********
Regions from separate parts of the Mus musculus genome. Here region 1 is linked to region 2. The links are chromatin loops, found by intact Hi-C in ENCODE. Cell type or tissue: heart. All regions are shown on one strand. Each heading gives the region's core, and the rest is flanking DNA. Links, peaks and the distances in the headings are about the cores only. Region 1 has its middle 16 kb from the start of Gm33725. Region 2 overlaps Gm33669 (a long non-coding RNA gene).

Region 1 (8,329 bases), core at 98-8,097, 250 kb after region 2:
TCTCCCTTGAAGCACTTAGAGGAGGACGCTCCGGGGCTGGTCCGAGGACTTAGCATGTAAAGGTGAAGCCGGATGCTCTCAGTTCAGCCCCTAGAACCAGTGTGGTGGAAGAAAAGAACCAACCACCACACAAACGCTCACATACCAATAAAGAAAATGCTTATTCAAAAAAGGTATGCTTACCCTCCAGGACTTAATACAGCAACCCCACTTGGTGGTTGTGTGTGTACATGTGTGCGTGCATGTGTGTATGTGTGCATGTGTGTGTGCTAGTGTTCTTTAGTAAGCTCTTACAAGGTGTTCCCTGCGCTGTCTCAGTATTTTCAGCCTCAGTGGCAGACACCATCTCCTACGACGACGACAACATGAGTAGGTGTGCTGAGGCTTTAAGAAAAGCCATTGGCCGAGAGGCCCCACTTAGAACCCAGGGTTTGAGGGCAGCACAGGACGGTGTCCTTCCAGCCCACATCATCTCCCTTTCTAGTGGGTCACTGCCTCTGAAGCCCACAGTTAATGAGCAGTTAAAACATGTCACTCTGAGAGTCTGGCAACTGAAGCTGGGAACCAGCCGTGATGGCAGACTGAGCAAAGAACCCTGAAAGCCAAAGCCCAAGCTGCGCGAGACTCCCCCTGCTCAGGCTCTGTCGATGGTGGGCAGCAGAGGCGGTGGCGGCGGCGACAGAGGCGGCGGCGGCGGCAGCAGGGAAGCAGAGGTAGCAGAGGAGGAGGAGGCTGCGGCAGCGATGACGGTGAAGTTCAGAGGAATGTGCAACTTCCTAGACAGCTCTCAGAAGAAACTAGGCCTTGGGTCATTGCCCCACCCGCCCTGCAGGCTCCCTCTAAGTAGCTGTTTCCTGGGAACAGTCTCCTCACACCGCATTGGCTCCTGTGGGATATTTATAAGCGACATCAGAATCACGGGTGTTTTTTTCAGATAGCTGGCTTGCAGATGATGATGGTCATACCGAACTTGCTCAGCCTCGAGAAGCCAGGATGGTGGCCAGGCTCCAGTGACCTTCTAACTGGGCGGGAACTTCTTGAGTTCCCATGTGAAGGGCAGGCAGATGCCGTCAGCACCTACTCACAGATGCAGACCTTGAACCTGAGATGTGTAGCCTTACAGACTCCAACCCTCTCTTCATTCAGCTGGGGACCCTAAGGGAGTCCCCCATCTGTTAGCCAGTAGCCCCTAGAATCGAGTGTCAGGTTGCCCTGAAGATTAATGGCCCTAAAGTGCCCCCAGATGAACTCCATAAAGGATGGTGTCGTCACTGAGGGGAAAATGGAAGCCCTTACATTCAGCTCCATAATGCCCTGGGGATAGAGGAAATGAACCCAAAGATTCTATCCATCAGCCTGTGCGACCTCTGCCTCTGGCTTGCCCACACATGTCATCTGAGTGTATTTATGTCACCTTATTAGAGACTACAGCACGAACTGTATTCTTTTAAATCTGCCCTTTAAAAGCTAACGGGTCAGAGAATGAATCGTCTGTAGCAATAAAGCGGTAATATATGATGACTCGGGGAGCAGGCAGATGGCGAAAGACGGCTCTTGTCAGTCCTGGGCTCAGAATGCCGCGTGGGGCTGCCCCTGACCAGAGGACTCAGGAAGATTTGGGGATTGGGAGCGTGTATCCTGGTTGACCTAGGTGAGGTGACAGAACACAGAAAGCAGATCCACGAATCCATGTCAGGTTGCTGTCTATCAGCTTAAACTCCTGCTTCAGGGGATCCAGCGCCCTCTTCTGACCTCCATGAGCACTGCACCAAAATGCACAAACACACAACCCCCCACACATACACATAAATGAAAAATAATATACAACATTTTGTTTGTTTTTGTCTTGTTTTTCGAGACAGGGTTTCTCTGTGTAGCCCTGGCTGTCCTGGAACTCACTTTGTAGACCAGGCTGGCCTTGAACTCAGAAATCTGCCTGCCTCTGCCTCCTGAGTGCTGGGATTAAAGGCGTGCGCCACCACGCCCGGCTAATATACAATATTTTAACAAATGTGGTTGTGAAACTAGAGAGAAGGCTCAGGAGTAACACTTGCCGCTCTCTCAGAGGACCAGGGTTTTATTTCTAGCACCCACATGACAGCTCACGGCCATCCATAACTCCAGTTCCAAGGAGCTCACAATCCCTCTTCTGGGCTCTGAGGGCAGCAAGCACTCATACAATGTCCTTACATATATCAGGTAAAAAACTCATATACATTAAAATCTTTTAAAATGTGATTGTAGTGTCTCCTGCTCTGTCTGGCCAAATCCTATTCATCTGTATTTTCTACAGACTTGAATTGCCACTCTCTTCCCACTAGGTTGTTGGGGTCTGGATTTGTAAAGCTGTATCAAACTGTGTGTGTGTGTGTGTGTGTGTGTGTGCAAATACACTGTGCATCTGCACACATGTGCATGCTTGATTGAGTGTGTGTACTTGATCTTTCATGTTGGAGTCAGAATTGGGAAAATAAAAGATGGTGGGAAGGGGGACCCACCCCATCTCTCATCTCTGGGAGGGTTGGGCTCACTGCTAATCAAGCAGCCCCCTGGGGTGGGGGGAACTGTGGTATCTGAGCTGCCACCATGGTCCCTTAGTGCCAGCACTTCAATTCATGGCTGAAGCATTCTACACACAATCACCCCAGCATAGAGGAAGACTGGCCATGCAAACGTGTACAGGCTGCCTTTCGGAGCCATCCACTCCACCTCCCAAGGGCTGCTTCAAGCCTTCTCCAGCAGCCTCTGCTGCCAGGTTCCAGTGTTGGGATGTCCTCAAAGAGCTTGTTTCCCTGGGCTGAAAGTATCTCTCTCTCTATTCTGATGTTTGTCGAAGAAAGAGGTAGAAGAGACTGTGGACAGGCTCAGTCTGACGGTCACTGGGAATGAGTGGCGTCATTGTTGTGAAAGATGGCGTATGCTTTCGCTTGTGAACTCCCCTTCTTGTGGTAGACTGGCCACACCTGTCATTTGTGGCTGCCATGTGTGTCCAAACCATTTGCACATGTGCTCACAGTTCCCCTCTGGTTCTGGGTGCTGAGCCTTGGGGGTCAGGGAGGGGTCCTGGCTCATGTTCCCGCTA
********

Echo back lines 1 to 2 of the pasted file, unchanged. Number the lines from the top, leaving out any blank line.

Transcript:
Regions from separate parts of the Mus musculus genome. Here region 1 is linked to region 2. The links are chromatin loops, found by intact Hi-C in ENCODE. Cell type or tissue: heart. All regions are shown on one strand. Each heading gives the region's core, and the rest is flanking DNA. Links, peaks and the distances in the headings are about the cores only. Region 1 has its middle 16 kb from the start of Gm33725. Region 2 overlaps Gm33669 (a long non-coding RNA gene).

Region 1 (8,329 bases), core at 98-8,097, 250 kb after region 2: